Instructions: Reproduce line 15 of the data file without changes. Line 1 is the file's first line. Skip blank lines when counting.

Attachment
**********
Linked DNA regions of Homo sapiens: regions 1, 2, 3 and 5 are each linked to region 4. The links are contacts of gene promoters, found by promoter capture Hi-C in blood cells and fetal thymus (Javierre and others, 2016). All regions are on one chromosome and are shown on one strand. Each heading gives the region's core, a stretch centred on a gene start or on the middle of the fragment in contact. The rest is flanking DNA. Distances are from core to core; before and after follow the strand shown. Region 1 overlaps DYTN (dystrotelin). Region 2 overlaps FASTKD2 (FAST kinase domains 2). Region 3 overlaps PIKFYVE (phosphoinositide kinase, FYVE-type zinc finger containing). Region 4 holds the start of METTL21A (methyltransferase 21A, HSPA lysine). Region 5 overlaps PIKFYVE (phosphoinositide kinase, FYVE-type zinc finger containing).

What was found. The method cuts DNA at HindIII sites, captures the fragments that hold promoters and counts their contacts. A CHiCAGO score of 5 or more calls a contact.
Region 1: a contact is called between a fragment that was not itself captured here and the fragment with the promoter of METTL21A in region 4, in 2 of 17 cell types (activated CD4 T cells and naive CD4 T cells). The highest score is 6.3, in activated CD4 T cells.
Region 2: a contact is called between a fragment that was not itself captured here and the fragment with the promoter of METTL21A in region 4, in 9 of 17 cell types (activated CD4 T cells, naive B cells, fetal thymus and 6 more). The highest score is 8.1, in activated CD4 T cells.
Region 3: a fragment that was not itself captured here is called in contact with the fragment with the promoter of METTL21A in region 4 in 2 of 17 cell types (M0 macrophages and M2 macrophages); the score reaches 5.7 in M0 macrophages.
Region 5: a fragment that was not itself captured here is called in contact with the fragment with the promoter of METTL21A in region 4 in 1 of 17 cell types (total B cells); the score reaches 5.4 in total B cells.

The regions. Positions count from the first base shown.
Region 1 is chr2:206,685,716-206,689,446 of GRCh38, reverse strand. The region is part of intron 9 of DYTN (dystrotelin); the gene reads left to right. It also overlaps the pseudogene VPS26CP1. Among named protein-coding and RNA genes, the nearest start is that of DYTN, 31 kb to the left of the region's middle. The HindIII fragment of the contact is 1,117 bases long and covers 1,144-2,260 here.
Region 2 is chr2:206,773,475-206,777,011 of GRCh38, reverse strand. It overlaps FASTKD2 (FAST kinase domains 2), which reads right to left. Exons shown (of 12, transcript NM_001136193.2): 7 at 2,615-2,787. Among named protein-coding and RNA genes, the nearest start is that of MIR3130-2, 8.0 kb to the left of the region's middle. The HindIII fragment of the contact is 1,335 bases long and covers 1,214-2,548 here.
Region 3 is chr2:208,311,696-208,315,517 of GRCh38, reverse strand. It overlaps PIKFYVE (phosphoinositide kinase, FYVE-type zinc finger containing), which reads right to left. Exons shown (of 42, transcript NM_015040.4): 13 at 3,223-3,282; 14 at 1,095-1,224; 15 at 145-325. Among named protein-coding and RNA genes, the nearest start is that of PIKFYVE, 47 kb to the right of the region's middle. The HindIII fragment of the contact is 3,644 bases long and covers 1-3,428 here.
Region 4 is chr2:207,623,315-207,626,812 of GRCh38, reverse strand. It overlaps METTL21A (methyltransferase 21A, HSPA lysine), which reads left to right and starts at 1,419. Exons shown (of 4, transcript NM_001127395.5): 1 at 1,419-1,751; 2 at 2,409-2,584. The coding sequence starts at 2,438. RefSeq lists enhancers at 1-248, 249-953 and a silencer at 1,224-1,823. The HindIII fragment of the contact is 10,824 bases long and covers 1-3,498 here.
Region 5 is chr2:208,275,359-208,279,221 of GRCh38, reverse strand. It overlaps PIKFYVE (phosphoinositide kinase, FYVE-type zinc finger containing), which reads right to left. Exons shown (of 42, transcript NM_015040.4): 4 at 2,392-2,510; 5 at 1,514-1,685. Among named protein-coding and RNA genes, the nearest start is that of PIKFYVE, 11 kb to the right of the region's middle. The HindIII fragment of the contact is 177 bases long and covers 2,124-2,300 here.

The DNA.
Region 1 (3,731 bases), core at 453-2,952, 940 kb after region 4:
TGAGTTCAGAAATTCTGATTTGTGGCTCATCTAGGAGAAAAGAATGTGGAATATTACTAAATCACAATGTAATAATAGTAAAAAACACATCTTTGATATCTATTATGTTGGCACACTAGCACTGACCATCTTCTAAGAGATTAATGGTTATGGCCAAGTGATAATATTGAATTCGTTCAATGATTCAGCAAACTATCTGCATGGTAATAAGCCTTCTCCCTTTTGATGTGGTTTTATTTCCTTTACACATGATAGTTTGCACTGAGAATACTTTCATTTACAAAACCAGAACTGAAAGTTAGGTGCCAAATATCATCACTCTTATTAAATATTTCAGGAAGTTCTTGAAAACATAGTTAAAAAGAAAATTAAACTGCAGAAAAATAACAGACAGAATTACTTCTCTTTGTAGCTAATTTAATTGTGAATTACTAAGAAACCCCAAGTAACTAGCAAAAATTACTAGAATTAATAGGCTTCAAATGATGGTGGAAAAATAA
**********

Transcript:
TGAGTTCAGAAATTCTGATTTGTGGCTCATCTAGGAGAAAAGAATGTGGAATATTACTAAATCACAATGTAATAATAGTAAAAAACACATCTTTGATATCTATTATGTTGGCACACTAGCACTGACCATCTTCTAAGAGATTAATGGTTATGGCCAAGTGATAATATTGAATTCGTTCAATGATTCAGCAAACTATCTGCATGGTAATAAGCCTTCTCCCTTTTGATGTGGTTTTATTTCCTTTACACATGATAGTTTGCACTGAGAATACTTTCATTTACAAAACCAGAACTGAAAGTTAGGTGCCAAATATCATCACTCTTATTAAATATTTCAGGAAGTTCTTGAAAACATAGTTAAAAAGAAAATTAAACTGCAGAAAAATAACAGACAGAATTACTTCTCTTTGTAGCTAATTTAATTGTGAATTACTAAGAAACCCCAAGTAACTAGCAAAAATTACTAGAATTAATAGGCTTCAAATGATGGTGGAAAAATAA